An interview with Adrian Penfold

MOLA team
03.10.2012

“It’s all about simplifying, rationalising and integrating.”

The Penfold Review of non-planning consents (July 2010) focused on the many and overlapping regulatory frameworks, and quickly identified heritage, transport and environmental permitting as key issues. Today, the implementation of the Penfold Review (BIS 2011) is at the heart of reform and integration. 

Taryn Nixon, MD of MOLA, and Mark Sanderson, Heritage Planning Consultant at MOLA, went to meet with Adrian Penfold to hear about the drivers for the review, and what he thinks about some of the latest changes. Read on for more about new Development Consent Orders and a call for a braver approach to piloting new approaches…

TN: Take us back to the initial drivers behind the review: what were your objectives?

AP: The approach came from Government, through the Department for Business Innovation and Skills (BIS). The Killian Pretty review had come out in 2008, with recommendations on streamlining the planning application process. It seems clear that there was a need to look at the other, non-planning issues. As a planner myself, with a background in local government, I was particularly interested in the coordination between planning and all the other regulatory frameworks. (There are some kinds of schemes, for example a chemical plant, that could need some 35 consents). I was taken on and immediately given a brilliant team of civil servants to work with, led by Alison French – who, in some ways, is as much the author of the report as I am.

TN: And within that team, were there particular concerns that had to be tackled first?

AP: Actually, what was very interesting was how the Review took place in the context of better regulation generally. The team were part of a group in BIS called the Better Regulation Executive. It was clear just how much regulation there was, how much overlap there was and how unnecessary some of it was. So from a customer perspective, say, or for a consultee, it might be really hard to know which bit of regulation applied to you. You know the list of ‘informatives’ you get on the back of a planning permission? We thought wouldn’t it be good to give that list to people at the beginning of the process – so we looked at the Planning Portal.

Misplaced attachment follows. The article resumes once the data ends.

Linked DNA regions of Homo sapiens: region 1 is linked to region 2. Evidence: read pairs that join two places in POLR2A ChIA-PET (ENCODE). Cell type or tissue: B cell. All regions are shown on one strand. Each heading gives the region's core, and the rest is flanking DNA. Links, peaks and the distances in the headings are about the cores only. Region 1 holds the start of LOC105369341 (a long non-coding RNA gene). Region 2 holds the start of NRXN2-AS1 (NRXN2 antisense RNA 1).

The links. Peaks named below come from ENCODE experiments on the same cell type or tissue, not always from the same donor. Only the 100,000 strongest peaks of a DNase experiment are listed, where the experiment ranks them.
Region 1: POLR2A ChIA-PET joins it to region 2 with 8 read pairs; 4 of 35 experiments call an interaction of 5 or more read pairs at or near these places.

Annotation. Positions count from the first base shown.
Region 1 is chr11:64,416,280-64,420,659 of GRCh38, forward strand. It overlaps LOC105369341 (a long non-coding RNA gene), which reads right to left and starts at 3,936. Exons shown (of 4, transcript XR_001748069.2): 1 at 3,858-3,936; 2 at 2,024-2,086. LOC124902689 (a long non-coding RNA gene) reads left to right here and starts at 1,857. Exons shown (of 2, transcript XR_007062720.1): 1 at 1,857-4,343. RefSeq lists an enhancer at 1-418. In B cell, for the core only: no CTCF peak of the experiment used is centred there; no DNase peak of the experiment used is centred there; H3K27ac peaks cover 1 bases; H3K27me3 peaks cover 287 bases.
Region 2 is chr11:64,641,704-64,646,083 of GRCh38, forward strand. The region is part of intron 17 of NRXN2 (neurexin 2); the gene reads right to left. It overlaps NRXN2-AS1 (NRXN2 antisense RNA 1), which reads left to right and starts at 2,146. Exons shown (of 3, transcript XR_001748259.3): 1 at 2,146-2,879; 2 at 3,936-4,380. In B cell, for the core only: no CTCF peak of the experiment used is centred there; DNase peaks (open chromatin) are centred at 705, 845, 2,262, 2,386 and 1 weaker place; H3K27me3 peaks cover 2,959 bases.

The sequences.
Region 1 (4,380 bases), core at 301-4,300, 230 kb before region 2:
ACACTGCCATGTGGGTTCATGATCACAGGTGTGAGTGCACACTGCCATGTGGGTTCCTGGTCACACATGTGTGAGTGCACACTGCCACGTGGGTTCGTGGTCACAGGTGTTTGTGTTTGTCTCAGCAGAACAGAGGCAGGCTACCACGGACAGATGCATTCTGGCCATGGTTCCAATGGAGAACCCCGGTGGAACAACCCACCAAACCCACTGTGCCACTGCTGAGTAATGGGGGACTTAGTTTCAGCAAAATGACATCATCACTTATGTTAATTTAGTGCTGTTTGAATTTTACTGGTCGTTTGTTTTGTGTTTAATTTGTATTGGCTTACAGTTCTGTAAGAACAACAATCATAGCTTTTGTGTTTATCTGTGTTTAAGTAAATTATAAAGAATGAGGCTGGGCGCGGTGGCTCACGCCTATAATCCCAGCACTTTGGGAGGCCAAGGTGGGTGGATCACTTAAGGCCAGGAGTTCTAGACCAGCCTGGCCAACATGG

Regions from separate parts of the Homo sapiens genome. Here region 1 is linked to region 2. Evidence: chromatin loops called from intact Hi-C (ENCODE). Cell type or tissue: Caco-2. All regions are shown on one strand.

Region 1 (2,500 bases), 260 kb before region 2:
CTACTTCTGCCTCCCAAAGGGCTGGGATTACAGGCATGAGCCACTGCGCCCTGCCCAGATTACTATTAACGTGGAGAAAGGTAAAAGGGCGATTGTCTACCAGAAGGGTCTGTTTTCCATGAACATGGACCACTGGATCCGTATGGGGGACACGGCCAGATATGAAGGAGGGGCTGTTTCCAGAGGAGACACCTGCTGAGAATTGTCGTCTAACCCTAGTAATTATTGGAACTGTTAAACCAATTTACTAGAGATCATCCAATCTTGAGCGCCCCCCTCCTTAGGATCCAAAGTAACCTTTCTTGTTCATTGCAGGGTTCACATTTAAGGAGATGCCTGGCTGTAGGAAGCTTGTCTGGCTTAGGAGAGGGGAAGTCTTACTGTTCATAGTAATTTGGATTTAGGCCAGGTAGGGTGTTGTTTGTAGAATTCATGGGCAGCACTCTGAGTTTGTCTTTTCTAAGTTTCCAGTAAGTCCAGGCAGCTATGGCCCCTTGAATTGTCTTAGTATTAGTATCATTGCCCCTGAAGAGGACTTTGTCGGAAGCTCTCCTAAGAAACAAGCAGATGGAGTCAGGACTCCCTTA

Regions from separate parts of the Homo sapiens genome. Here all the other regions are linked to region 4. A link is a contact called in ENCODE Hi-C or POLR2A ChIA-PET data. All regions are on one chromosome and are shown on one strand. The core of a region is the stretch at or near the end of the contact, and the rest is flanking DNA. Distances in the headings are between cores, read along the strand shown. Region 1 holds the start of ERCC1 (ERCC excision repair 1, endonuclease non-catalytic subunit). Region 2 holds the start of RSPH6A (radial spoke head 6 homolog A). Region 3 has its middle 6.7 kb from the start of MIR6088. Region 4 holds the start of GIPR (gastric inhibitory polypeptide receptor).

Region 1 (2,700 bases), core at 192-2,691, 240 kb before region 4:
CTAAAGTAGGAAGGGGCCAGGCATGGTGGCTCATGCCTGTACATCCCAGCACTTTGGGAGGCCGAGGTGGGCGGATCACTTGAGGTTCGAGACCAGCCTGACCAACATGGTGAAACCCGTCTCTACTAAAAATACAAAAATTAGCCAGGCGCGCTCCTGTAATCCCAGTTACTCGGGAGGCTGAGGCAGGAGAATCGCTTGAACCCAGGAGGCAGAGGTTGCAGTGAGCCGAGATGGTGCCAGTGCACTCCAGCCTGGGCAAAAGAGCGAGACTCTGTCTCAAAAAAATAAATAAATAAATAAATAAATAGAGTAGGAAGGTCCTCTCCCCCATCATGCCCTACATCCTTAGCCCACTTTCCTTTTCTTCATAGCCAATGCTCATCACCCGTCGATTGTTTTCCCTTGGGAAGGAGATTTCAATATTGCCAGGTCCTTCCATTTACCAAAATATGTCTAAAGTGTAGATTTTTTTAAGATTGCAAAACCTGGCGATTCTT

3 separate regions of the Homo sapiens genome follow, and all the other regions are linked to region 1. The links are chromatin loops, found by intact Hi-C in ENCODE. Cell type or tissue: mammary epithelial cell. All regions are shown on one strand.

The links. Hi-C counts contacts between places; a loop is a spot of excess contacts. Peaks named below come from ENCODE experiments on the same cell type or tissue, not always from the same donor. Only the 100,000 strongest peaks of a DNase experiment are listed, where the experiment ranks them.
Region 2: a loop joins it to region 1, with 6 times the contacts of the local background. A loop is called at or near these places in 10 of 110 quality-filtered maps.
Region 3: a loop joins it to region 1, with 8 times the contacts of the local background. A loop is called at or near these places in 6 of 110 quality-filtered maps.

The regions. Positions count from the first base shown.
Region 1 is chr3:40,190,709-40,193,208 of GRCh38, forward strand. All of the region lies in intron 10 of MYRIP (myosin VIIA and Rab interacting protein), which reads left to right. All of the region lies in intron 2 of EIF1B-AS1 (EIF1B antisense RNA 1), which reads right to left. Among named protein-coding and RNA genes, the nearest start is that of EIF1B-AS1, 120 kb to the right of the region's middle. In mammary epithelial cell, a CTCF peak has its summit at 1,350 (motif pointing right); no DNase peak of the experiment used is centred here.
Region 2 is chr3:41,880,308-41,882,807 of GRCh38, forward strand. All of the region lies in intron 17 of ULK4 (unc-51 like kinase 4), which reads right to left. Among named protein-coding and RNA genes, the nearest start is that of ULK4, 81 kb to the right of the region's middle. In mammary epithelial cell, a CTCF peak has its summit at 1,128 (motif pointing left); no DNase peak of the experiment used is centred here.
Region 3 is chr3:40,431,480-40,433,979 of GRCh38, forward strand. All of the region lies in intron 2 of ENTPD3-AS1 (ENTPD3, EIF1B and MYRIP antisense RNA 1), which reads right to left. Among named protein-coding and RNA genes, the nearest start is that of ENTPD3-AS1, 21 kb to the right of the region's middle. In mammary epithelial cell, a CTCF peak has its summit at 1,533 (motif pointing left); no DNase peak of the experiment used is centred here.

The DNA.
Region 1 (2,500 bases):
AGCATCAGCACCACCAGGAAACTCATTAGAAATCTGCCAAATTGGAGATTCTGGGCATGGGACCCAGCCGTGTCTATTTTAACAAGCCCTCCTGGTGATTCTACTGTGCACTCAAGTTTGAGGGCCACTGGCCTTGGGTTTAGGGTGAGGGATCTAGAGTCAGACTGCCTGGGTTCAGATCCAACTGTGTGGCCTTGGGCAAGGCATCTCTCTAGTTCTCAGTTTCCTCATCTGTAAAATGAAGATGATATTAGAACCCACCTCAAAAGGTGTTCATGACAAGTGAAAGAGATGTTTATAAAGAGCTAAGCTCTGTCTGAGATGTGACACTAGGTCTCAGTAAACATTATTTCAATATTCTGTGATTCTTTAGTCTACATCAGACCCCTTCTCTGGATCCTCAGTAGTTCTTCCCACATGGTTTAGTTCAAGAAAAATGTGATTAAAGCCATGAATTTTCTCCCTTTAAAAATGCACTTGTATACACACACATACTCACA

MS: Was ‘heritage’ felt across the board to be a particular problem?

AP: One of them, yes. What you have to understand is the governance structure: there was the team of Civil Servants. Then there was a Project Board, involving several Government departments; and we also set up a Sounding Board, which had representatives from, for example, the CBI, local government, English Heritage, the Environment Agency … a whole range of people. The last item on the agenda for Meeting One was ‘focus areas’. Within ten minutes there was consensus around the room that the three main areas we should focus on were heritage, transport and environmental permitting. We tested that – but continually that was the message.
It wasn’t heritage per se that was the problem – but the regulation around heritage and the many different consent regimes and how they are (or are not) integrated with planning. That was the thing that really interested me – and in fact I wrote a paper on it for the Oxford Joint Planning Law Conference.

TN: Let’s talk about some of the latest planning and non-planning consultations and changes.

AP: I’m really interested in is the recent announcements about the Development Consent Order process. It was all in the 2008 Planning Act that set up the Infrastructure Planning Commission (now disbanded and integrated into the Planning Inspectorate). The idea behind it is it brings together planning permission, listed building consent, and a whole range of different consents and deals with them all together as one consent.